Though the cultural and historic significance of a black Commander-in-Chief has many African-Americans waxing poetic about the so-called realization of Dr. King’s dream, the nightmare that is the United States judicial system continues to ensnare black men around the country as pervasively as in the days of Jim Crow.
Rodney Stanberry, 42, has lived within the walls of that nightmare for 16 years, serving a 20-year sentence for attempted murder in an Alabama prison for the shooting of his best friend’s wife – a crime that he insists he did not commit.
During a home invasion in 1992, Valerie Finley was shot in the head by assailants allegedly attempting to steal the gun collection of her husband, Mike Finley. Though she drifted in and out of a deep coma for three weeks, Mrs. Finley fortunately survived. But when she finally awakened, she identified Stanberry – the one familiar face in a series of photographs presented to her — as one of the men who broke into her home.
There was no forensic evidence placing him at the Finley home at the time of the crime. Witnesses in the close-knit neighborhood said that he was not in the area that day. Even more convincingly, co-workers and a sign-in sheet confirmed that he was at his place of employment when the incident occurred.
Astonishingly, Terrell Moore of Mobile, Alabama confessed to the crime to private investigator Ryan Russell. According to Moore, Angel Melendez was visiting from New York for Mardi Gras when he saw the gun collection in the Finley home. Together the two men plotted to steal them, setting the wheels in motion that would ultimately send an innocent man to prison.
During his incarceration, Stanberry has been denied two appeals. And in an interview I conducted with District Attorney’s Office Chief Investigator Mike Morgan, he made it clear that – even in spite of overwhelming evidence — he sees no legal reason for him to be granted another trial:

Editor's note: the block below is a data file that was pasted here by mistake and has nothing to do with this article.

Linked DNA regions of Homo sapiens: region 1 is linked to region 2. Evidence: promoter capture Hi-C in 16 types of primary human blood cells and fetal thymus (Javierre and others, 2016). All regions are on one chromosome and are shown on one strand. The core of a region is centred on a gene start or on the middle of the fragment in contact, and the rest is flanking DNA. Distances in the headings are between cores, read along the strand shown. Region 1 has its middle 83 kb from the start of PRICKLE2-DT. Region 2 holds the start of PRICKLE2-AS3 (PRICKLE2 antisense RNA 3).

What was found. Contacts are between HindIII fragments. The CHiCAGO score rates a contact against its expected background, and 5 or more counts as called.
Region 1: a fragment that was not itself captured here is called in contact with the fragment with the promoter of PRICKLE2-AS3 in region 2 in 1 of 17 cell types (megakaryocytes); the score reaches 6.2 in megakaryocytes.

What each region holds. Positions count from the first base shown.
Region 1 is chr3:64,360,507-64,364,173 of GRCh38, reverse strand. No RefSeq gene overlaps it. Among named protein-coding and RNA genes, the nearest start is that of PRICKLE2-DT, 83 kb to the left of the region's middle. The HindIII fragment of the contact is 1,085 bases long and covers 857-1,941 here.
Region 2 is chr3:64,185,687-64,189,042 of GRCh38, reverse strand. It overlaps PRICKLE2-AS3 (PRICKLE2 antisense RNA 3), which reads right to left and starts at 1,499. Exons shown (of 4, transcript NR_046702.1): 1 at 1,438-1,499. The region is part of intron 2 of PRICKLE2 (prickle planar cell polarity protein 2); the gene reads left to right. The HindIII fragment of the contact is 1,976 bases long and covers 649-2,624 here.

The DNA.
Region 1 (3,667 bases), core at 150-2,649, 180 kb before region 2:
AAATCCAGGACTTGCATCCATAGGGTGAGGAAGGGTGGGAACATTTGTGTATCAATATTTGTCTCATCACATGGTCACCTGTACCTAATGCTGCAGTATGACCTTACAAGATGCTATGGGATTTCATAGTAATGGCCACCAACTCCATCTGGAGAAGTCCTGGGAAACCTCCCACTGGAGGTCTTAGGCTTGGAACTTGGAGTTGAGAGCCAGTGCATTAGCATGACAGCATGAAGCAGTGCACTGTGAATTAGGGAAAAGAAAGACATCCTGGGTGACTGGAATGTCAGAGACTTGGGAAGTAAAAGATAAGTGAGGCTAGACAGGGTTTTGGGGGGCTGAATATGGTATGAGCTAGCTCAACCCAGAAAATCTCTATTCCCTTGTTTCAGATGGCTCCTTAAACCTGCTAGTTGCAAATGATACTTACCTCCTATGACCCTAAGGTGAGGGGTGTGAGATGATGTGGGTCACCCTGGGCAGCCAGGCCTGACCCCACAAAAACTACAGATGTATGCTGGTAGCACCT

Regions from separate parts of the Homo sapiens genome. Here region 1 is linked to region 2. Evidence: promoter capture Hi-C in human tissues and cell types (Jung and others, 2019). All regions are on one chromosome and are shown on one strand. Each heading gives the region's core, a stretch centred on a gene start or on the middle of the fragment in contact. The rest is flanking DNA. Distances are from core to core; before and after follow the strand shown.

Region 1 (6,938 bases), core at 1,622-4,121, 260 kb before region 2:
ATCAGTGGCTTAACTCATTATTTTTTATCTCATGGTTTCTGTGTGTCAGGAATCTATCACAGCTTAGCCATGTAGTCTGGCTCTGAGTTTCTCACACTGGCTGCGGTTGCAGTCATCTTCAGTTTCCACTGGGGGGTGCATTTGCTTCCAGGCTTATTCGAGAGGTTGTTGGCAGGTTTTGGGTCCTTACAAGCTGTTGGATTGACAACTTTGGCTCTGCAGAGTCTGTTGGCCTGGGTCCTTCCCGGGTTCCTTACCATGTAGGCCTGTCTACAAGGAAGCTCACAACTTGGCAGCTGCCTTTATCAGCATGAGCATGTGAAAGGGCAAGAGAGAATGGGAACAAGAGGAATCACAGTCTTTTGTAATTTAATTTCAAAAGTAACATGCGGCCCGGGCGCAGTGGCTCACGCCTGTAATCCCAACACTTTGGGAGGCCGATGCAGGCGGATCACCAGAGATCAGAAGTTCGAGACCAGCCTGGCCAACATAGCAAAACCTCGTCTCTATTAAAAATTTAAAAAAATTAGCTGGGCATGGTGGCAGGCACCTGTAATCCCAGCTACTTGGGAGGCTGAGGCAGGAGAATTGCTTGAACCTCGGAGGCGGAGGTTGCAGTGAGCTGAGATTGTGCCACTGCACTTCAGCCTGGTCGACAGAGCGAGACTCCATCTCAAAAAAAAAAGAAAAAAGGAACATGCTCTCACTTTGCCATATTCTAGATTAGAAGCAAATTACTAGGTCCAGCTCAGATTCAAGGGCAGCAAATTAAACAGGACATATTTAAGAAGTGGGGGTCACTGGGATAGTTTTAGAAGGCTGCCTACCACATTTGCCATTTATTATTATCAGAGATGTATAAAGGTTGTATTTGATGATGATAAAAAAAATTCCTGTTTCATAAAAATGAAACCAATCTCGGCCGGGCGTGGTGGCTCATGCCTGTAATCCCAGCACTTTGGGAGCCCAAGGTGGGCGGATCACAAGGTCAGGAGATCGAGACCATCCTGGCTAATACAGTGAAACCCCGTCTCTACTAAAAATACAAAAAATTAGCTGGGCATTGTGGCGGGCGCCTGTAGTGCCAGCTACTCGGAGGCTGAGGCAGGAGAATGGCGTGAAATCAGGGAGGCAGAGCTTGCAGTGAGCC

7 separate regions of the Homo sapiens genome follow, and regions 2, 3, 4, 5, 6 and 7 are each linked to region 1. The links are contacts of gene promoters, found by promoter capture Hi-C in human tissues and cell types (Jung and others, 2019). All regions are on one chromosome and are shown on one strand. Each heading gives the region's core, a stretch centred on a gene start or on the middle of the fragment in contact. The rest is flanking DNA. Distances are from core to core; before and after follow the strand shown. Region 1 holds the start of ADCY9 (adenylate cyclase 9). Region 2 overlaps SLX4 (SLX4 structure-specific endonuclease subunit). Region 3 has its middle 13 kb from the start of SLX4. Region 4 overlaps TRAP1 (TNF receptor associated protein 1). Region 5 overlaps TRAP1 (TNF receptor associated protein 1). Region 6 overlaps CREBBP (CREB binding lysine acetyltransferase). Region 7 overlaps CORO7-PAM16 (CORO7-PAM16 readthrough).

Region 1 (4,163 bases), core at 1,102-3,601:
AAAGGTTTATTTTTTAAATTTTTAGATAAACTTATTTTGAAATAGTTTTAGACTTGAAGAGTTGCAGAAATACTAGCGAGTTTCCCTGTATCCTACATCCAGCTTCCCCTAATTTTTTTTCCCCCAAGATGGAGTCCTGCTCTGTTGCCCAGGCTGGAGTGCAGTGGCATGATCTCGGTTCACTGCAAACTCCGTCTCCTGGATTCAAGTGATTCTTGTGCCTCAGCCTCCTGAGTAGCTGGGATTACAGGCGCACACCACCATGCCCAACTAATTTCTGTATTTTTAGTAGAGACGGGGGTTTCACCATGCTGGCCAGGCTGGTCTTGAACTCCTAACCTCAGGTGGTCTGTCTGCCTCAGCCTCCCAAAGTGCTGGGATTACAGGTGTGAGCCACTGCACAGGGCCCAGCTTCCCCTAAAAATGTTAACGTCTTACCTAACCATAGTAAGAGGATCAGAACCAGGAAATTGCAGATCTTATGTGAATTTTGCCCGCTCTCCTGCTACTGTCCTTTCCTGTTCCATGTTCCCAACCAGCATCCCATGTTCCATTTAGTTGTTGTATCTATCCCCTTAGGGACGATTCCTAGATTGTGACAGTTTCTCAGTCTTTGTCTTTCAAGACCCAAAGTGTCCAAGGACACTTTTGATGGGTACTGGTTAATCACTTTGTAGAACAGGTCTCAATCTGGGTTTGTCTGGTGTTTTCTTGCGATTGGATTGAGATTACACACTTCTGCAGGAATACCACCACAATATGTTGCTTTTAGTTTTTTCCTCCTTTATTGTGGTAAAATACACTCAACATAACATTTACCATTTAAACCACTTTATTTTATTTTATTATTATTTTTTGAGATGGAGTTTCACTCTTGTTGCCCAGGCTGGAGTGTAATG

“All the evidence was heard by the judge during the trial. A decision was made not to allow the jury to hear Terrell Moore’s testimony. A jury found Mr. Stanberry guilty after a trial; that’s why we have a jury system. I will agree with your statement that eye-witness testimony is the most unreliable testimony, but not in this case. Valerie Finley identified Stanberry; she knew him.
For there to be a new trial, “new and compelling” testimony would have to be presented. Even if the jury was not allowed to hear Moore’s testimony that was a decision made by the judge.”
I believe Rodney has had a number of parole hearings; there has been no new and compelling evidence. Everything you’re talking about was brought before a judge at the time of the case.”
During Stanberry’s trial, Assistant District Attorney Martha Tierney intimidated Moore into pleading the fifth amendment just as he was about testify for the defense. This led to his 50-page confession being thrown out of court. When asked about the obvious scare tactics used by the prosecution, Morgan’s response was dismissive at best:
“Well, it’s everyone’s right not to incriminate themselves.”
See more about the Rodney Stanberry case below:
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In an exclusive interview with Your Black World, Attorney and community activist Eric Welch Guster of Guster Law Firm in Birmingham, Alabama contends that the state has a legal and ethical obligation to make sure that not only is the right person convicted, but that wrongful convictions are overturned:
“With the amount of evidence, it appears to be sufficient enough to at least warrant an inquiry by the District Attorney’s office. Being that they have had a person confess to the crime, they should investigate the confession for validity to see if the wrong man was charged and convicted. The DA’s office has an ethical duty to insure that the correct person is brought to justice and not just A person is brought.
“District Attorneys do not want to say that a mistake was made. But hopefully the new DA will investigate if a mistake was made in this case.
Attorney Guster also questions the validity of Valerie Finley’s identification of Stanberry so soon after waking from a coma:
“[This] seems to be a flawed identification,” said Guster. “The prosecutor should question whether her ID was valid because of her state of mind when the ID was made, her mental capacity when making the ID and whether she fully understood what she was doing. Being in a coma is a traumatic mental health and physical event. A person’s mind and body have both been essentially shut down for some time.